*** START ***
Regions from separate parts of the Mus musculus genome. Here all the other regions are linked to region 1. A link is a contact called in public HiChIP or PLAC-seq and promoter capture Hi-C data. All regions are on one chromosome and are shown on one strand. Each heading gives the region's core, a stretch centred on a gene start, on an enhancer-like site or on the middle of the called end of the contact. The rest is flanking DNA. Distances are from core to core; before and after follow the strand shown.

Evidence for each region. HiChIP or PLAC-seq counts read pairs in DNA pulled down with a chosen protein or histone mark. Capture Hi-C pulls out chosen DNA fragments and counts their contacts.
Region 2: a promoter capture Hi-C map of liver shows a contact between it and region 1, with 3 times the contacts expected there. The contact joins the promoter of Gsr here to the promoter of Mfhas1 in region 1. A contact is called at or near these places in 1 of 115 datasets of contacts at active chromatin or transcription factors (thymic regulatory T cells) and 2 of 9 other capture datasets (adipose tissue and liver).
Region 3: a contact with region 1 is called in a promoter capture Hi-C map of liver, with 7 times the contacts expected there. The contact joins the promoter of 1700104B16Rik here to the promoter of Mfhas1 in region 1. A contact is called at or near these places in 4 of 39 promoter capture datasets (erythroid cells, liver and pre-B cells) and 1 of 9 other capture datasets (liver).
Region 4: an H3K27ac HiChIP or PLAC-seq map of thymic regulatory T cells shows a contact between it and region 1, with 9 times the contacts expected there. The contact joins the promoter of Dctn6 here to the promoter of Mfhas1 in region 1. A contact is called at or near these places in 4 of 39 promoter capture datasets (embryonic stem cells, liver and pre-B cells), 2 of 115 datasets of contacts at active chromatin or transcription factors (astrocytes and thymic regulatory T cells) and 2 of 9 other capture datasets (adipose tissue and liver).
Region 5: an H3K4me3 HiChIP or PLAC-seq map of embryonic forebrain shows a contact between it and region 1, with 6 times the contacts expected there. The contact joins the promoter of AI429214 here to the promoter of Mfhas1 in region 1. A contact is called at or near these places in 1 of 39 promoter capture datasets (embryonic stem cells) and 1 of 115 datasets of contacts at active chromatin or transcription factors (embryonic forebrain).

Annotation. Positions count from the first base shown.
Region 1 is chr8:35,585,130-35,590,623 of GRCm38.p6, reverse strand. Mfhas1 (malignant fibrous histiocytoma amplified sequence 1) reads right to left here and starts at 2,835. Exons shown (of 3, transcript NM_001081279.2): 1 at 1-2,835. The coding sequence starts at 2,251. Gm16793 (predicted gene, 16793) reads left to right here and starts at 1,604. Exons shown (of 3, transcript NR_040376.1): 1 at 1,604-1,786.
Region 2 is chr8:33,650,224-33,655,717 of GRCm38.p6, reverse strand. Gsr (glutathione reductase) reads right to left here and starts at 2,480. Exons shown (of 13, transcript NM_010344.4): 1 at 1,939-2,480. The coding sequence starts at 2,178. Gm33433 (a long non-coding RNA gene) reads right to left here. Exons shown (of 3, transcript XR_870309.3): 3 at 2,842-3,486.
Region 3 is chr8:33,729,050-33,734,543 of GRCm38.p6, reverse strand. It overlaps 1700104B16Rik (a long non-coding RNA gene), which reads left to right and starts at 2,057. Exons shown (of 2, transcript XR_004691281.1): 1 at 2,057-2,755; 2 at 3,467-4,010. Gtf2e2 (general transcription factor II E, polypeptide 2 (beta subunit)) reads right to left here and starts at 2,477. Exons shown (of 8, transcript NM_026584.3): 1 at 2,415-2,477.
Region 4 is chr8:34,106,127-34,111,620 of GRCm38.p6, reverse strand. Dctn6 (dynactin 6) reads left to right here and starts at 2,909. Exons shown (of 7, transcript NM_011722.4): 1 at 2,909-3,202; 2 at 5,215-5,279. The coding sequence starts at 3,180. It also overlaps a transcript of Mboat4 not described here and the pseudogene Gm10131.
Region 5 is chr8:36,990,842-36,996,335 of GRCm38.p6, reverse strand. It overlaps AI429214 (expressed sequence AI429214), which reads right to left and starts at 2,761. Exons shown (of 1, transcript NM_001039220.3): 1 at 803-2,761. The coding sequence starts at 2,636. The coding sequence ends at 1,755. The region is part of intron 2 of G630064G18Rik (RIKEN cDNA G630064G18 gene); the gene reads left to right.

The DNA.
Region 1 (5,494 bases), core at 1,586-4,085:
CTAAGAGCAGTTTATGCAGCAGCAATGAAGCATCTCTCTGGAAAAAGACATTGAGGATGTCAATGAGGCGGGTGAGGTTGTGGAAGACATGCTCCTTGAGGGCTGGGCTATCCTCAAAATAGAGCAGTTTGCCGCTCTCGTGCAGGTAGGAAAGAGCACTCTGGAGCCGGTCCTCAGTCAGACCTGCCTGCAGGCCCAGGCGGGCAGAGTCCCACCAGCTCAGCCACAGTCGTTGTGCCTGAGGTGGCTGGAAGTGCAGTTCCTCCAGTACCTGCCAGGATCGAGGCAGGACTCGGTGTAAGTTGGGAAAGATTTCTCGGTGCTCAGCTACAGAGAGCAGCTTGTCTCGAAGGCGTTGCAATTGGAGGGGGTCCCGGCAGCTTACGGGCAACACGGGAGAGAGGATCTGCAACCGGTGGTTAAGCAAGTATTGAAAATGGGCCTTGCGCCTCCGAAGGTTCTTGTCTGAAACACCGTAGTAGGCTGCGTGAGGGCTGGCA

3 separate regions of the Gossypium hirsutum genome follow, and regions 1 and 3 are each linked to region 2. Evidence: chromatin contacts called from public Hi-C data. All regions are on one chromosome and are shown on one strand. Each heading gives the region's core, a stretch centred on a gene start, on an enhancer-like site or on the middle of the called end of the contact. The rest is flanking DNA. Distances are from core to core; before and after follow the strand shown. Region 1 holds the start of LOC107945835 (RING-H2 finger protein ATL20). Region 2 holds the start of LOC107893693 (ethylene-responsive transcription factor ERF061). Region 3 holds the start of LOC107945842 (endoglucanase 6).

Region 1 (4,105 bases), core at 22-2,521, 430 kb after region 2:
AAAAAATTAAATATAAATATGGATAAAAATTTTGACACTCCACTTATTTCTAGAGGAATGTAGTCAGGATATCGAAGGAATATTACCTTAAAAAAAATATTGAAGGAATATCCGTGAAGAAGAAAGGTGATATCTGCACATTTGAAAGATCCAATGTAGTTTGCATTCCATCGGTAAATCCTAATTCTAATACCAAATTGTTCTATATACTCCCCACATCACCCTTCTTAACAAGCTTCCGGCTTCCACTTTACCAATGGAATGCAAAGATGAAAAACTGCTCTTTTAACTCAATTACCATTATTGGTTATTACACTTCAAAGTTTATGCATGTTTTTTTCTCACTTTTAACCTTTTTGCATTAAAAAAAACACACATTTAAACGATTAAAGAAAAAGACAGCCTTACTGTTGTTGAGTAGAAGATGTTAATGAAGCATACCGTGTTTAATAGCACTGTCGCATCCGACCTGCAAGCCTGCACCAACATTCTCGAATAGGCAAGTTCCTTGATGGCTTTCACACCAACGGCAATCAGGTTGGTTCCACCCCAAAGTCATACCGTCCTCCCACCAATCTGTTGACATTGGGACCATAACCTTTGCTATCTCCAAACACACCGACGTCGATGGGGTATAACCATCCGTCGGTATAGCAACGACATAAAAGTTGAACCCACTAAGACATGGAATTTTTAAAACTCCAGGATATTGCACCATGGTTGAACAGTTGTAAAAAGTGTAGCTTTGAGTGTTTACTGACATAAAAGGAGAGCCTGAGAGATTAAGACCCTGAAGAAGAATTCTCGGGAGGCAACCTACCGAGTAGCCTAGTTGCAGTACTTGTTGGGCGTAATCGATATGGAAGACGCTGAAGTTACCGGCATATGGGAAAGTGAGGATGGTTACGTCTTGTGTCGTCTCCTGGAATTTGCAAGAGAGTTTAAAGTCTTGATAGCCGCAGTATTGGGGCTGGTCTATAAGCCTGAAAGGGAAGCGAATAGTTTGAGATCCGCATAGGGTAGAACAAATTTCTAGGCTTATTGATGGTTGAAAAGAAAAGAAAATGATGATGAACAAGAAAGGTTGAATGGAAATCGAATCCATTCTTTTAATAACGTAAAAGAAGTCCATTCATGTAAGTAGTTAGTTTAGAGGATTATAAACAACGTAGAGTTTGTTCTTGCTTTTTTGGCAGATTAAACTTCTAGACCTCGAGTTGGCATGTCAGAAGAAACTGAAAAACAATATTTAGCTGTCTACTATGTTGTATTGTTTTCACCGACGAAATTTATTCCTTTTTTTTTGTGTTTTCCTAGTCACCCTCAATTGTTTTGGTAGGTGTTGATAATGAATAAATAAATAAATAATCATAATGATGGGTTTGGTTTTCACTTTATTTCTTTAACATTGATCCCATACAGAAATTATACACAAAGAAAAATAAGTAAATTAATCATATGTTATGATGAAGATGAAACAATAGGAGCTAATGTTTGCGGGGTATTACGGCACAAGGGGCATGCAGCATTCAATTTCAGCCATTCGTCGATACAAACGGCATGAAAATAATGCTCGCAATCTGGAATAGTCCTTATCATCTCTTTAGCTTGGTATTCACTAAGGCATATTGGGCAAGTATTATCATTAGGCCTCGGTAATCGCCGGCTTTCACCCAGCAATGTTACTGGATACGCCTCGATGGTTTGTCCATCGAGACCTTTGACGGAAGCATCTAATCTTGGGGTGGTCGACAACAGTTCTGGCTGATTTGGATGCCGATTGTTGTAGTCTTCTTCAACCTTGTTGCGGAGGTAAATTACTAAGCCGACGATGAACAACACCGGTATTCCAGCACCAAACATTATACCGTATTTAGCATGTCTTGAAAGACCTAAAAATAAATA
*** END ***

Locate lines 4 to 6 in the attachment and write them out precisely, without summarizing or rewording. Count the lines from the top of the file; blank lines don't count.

Region 3: a contact with region 1 is called in a promoter capture Hi-C map of liver, with 7 times the contacts expected there. The contact joins the promoter of 1700104B16Rik here to the promoter of Mfhas1 in region 1. A contact is called at or near these places in 4 of 39 promoter capture datasets (erythroid cells, liver and pre-B cells) and 1 of 9 other capture datasets (liver).
Region 4: an H3K27ac HiChIP or PLAC-seq map of thymic regulatory T cells shows a contact between it and region 1, with 9 times the contacts expected there. The contact joins the promoter of Dctn6 here to the promoter of Mfhas1 in region 1. A contact is called at or near these places in 4 of 39 promoter capture datasets (embryonic stem cells, liver and pre-B cells), 2 of 115 datasets of contacts at active chromatin or transcription factors (astrocytes and thymic regulatory T cells) and 2 of 9 other capture datasets (adipose tissue and liver).
Region 5: an H3K4me3 HiChIP or PLAC-seq map of embryonic forebrain shows a contact between it and region 1, with 6 times the contacts expected there. The contact joins the promoter of AI429214 here to the promoter of Mfhas1 in region 1. A contact is called at or near these places in 1 of 39 promoter capture datasets (embryonic stem cells) and 1 of 115 datasets of contacts at active chromatin or transcription factors (embryonic forebrain).